“Defamation of Religion” resolution passes at Human Rights Council
The non-binding “defamation of religion” resolution that has been an annual fixture at the United Nations Human Rights Council was passed again yesterday – but only narrowly. Voting in favour were 20 states, including China, Cuba and Saudi Arabia. 17 — mostly Western nations — opposed, including the United States and the Netherlands. Eight states abstained. (Last year the vote was 23 in favour, 11 opposed and 13 abstentions).
The resolution was similar to one passed last year, but also included a section slamming the recent Swiss referendum vote to ban the construction of minarets in the country.
Pakistan introduced the resolution, accusing Western countries of “targeting Muslims” and using “pressure instead of reason” to influence votes. The Pakistan representative maintained that “Enforcing their values as universal values reveals an imperial hubris”. “Torture centres such as Abu Ghraib, Guantanamo Bay and Bagram are known to all of us. We hope that this Council will vote according to its conscience and not according to political expediency.”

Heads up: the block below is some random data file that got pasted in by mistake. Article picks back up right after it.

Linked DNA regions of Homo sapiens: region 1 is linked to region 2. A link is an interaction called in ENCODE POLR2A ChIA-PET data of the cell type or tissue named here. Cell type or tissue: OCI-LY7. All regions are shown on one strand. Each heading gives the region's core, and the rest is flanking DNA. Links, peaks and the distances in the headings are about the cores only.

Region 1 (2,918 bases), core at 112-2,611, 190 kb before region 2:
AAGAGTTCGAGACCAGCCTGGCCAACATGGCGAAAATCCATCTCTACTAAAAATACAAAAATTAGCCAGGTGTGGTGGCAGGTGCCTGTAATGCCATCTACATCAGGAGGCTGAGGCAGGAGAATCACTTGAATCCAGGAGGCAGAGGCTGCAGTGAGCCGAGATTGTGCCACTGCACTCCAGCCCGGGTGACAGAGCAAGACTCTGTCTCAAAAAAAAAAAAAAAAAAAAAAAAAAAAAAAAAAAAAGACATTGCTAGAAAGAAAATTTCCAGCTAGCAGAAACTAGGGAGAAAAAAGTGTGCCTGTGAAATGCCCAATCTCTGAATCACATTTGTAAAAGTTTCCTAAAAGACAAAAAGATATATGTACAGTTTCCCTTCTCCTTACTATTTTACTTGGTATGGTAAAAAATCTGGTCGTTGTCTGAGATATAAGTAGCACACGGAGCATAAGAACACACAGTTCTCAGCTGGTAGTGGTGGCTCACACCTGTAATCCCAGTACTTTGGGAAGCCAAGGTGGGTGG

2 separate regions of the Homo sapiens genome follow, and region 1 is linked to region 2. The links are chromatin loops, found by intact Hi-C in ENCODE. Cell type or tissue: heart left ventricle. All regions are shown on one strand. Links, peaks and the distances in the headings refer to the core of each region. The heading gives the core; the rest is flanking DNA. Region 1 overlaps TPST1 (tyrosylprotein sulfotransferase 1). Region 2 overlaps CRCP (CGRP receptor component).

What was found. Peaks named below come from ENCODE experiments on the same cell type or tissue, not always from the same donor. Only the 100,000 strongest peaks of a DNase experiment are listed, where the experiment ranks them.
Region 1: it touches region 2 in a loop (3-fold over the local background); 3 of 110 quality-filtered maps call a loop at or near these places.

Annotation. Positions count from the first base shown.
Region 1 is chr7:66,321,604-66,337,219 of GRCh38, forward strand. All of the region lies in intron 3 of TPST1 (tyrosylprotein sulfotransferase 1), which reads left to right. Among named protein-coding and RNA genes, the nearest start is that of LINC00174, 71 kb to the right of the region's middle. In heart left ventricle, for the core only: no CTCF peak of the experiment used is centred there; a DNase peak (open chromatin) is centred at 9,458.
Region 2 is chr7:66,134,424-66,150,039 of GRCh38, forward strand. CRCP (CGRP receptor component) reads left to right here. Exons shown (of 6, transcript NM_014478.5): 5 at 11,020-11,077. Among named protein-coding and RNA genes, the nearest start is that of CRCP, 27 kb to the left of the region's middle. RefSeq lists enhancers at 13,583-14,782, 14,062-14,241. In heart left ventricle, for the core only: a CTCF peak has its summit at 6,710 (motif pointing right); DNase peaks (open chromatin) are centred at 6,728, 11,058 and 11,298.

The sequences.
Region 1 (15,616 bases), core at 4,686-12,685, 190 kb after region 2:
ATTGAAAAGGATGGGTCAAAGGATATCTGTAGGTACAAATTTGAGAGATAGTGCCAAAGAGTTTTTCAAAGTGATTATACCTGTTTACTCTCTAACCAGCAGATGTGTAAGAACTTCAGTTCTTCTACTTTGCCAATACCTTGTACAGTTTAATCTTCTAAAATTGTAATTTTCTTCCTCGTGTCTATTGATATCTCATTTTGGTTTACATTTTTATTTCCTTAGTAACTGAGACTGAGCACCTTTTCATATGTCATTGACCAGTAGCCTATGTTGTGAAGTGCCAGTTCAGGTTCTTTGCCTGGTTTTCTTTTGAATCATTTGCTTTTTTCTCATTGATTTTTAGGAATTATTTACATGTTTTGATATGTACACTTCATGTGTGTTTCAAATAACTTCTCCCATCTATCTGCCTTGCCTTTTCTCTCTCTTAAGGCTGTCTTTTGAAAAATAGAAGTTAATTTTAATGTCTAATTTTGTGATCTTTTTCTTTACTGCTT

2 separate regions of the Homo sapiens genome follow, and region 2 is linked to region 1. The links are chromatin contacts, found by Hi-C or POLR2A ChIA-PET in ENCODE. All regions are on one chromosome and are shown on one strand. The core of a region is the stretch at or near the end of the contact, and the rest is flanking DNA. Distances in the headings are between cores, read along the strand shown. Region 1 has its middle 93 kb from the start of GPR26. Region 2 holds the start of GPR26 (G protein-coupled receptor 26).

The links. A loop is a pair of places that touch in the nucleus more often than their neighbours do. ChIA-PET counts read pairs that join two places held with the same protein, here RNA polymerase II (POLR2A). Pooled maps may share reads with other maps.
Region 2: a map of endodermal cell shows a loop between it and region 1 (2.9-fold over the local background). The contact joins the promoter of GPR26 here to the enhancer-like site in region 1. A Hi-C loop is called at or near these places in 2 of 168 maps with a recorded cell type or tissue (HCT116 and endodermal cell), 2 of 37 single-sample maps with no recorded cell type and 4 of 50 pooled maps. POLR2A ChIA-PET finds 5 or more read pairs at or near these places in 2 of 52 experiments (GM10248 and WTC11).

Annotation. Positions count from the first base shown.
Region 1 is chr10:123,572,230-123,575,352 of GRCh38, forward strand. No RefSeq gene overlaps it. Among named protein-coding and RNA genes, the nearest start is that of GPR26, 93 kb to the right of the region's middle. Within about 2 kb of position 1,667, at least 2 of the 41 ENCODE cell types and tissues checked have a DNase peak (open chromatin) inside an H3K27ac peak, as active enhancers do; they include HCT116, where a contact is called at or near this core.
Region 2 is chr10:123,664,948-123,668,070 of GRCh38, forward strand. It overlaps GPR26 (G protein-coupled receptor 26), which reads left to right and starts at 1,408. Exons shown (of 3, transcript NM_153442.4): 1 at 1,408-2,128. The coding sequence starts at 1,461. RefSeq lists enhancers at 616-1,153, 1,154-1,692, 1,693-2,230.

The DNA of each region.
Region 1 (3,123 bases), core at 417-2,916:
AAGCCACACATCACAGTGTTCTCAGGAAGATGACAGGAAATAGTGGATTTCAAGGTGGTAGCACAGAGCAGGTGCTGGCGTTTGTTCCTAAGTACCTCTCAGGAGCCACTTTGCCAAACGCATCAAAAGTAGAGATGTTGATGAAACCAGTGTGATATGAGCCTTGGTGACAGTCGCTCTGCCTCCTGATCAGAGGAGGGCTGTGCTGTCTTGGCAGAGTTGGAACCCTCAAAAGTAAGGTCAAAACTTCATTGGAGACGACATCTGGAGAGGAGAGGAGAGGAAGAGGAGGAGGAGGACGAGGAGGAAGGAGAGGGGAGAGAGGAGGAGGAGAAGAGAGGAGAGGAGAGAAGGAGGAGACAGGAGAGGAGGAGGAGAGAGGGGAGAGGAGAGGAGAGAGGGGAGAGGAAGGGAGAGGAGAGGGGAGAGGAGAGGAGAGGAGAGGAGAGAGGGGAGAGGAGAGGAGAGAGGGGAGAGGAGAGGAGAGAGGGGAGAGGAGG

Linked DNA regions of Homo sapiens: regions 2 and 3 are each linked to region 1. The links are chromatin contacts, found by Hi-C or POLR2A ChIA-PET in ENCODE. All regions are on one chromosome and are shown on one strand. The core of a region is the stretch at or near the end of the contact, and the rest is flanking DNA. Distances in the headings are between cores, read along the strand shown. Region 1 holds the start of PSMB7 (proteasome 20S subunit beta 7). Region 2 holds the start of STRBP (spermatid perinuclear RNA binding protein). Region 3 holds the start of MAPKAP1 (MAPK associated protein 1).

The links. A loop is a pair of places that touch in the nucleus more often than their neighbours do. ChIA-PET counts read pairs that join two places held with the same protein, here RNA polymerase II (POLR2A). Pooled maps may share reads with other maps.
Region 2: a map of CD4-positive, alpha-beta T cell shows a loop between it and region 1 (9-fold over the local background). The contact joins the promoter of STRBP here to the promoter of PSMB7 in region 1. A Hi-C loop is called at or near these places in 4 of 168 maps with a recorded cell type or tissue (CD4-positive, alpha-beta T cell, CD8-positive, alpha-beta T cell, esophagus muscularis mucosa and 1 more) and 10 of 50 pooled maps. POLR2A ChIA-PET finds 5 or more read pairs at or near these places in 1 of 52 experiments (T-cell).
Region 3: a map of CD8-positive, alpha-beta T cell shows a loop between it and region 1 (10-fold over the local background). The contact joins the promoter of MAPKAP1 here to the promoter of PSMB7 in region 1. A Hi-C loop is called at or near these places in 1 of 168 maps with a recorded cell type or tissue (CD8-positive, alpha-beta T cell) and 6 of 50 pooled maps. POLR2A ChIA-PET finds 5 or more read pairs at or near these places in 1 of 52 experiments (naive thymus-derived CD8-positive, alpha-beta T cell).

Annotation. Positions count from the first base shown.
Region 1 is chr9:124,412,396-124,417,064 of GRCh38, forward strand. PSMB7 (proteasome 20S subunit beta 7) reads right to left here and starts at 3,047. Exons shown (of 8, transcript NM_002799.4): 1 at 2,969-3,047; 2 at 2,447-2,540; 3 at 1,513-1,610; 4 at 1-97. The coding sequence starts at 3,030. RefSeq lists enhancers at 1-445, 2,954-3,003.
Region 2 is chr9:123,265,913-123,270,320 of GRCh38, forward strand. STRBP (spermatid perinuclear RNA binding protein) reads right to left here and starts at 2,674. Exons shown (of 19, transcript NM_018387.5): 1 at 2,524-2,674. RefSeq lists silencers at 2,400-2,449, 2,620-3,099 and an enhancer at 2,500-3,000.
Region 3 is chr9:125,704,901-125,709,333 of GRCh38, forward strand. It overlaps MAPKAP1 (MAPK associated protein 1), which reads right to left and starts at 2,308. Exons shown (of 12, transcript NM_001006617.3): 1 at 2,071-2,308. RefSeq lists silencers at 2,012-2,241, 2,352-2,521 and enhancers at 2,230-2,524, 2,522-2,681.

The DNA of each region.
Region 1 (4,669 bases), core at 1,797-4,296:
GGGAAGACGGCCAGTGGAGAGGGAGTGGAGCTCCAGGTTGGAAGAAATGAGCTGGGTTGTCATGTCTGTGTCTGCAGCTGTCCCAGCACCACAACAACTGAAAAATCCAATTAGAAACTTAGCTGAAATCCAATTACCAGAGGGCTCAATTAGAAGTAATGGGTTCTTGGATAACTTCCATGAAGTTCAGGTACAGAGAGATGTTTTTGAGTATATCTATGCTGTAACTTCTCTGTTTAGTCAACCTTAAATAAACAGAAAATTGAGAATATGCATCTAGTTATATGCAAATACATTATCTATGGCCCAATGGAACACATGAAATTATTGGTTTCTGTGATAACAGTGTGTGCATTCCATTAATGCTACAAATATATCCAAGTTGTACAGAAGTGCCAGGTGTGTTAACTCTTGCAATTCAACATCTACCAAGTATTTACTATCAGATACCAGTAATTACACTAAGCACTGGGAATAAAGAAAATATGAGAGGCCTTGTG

The only religion specifically mentioned as being discriminated against was Islam. Opponents noted tight restrictions on Christians, Jews and others in states such as Saudi Arabia and Libya, which were not mentioned in the adopted text.
The United States opposed the resolution, which it said “failed to galvanize international support for real solutions to improve the lives of people on the ground.” It called the resolution “ineffective” and an “instrument of division.”
Earlier in the week, the International Humanist and Ethical Union (to which the NSS is affiliated) made an impassioned plea at the UNHRC for the resolution to be rejected. See IHEU representative Roy Brown making his case.